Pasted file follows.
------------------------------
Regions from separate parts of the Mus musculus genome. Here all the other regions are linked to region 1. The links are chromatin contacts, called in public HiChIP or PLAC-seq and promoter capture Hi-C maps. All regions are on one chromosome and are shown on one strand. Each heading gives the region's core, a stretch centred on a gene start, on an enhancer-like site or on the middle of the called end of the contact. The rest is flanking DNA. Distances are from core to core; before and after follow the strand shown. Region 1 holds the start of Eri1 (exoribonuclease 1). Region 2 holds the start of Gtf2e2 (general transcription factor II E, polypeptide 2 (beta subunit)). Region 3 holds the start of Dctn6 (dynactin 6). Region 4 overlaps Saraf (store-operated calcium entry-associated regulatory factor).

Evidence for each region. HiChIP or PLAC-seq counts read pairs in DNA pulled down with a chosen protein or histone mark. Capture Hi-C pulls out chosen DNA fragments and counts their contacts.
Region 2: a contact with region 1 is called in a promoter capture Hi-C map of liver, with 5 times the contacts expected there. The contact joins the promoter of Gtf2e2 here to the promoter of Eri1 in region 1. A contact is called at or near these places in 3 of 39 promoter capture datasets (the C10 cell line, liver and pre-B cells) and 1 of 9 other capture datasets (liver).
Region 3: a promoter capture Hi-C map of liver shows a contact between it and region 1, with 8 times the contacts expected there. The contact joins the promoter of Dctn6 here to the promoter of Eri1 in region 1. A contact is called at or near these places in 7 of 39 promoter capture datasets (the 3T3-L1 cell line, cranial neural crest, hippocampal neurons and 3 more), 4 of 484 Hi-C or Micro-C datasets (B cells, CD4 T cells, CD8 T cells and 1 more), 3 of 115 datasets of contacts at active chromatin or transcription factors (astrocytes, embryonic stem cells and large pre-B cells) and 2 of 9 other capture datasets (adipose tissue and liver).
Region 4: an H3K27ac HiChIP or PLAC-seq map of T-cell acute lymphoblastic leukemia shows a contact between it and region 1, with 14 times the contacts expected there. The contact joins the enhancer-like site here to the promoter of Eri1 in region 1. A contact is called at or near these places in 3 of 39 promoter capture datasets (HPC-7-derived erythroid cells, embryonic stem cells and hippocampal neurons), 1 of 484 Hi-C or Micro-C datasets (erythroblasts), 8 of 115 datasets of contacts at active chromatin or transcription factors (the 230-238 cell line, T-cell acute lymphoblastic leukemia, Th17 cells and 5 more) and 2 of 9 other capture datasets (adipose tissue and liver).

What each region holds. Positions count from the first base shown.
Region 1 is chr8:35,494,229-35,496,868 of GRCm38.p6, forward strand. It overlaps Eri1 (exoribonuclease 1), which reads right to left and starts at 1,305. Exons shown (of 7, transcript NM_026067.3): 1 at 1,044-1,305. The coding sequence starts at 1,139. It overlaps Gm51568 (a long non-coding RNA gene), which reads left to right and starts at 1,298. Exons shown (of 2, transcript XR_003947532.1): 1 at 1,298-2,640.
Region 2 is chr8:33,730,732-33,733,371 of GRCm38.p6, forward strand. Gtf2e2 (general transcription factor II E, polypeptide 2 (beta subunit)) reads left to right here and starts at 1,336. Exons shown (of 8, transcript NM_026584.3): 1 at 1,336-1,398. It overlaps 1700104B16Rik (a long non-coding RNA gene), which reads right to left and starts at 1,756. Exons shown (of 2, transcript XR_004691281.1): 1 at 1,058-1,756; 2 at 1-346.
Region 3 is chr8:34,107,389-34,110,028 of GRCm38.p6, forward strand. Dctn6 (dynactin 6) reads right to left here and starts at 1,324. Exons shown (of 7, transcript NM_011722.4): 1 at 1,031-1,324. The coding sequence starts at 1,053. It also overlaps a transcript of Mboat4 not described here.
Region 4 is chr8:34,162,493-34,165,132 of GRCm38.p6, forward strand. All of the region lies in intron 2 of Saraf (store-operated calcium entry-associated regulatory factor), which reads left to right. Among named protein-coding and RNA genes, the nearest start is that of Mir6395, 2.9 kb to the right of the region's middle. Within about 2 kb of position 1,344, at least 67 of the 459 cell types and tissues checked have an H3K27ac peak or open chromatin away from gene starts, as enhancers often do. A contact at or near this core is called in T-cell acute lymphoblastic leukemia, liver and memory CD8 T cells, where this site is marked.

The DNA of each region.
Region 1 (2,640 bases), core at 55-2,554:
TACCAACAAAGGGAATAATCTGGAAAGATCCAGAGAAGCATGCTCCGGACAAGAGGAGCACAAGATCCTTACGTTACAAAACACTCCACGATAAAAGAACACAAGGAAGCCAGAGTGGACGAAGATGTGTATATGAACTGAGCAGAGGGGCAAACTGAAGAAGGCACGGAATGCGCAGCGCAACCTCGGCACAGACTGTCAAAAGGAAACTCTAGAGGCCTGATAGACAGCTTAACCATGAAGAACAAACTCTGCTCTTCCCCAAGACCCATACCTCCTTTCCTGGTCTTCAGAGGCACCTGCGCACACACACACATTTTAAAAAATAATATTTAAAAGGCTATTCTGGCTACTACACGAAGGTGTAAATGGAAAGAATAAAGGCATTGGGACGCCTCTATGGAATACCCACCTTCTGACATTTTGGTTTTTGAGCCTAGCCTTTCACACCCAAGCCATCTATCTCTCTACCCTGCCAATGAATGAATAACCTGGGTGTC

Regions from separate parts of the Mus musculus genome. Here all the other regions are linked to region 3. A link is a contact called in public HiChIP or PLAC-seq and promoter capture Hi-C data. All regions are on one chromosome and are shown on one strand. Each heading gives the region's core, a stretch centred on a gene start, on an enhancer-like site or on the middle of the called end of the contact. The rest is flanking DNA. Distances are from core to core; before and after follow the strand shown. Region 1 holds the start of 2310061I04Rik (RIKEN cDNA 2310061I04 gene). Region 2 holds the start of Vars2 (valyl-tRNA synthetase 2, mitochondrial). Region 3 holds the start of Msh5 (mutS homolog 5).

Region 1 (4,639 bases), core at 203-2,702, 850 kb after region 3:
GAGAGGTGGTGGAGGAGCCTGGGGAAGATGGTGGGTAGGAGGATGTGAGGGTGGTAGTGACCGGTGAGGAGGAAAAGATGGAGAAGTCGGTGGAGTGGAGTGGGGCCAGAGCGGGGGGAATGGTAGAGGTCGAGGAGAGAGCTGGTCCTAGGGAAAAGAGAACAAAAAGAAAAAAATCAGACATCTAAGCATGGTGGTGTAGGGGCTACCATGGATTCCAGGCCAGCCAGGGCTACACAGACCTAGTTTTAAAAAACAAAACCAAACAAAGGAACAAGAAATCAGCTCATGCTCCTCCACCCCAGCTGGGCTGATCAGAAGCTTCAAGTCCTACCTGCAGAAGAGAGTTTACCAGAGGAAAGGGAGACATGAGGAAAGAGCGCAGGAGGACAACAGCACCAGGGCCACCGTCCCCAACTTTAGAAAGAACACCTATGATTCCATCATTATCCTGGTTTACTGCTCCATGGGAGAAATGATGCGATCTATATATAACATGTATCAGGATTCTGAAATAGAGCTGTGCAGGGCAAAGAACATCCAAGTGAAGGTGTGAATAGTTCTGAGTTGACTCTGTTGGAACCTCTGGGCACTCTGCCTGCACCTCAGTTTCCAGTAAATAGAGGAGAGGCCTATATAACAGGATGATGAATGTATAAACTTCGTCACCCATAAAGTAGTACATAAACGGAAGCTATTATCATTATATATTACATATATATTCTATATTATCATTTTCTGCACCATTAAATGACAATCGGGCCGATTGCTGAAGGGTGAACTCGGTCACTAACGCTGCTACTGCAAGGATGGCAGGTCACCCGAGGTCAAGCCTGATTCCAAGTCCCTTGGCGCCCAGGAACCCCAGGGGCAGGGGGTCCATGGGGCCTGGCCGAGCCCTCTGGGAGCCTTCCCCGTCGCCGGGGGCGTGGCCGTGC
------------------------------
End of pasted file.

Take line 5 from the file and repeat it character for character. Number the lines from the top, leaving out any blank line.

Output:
Region 4: an H3K27ac HiChIP or PLAC-seq map of T-cell acute lymphoblastic leukemia shows a contact between it and region 1, with 14 times the contacts expected there. The contact joins the enhancer-like site here to the promoter of Eri1 in region 1. A contact is called at or near these places in 3 of 39 promoter capture datasets (HPC-7-derived erythroid cells, embryonic stem cells and hippocampal neurons), 1 of 484 Hi-C or Micro-C datasets (erythroblasts), 8 of 115 datasets of contacts at active chromatin or transcription factors (the 230-238 cell line, T-cell acute lymphoblastic leukemia, Th17 cells and 5 more) and 2 of 9 other capture datasets (adipose tissue and liver).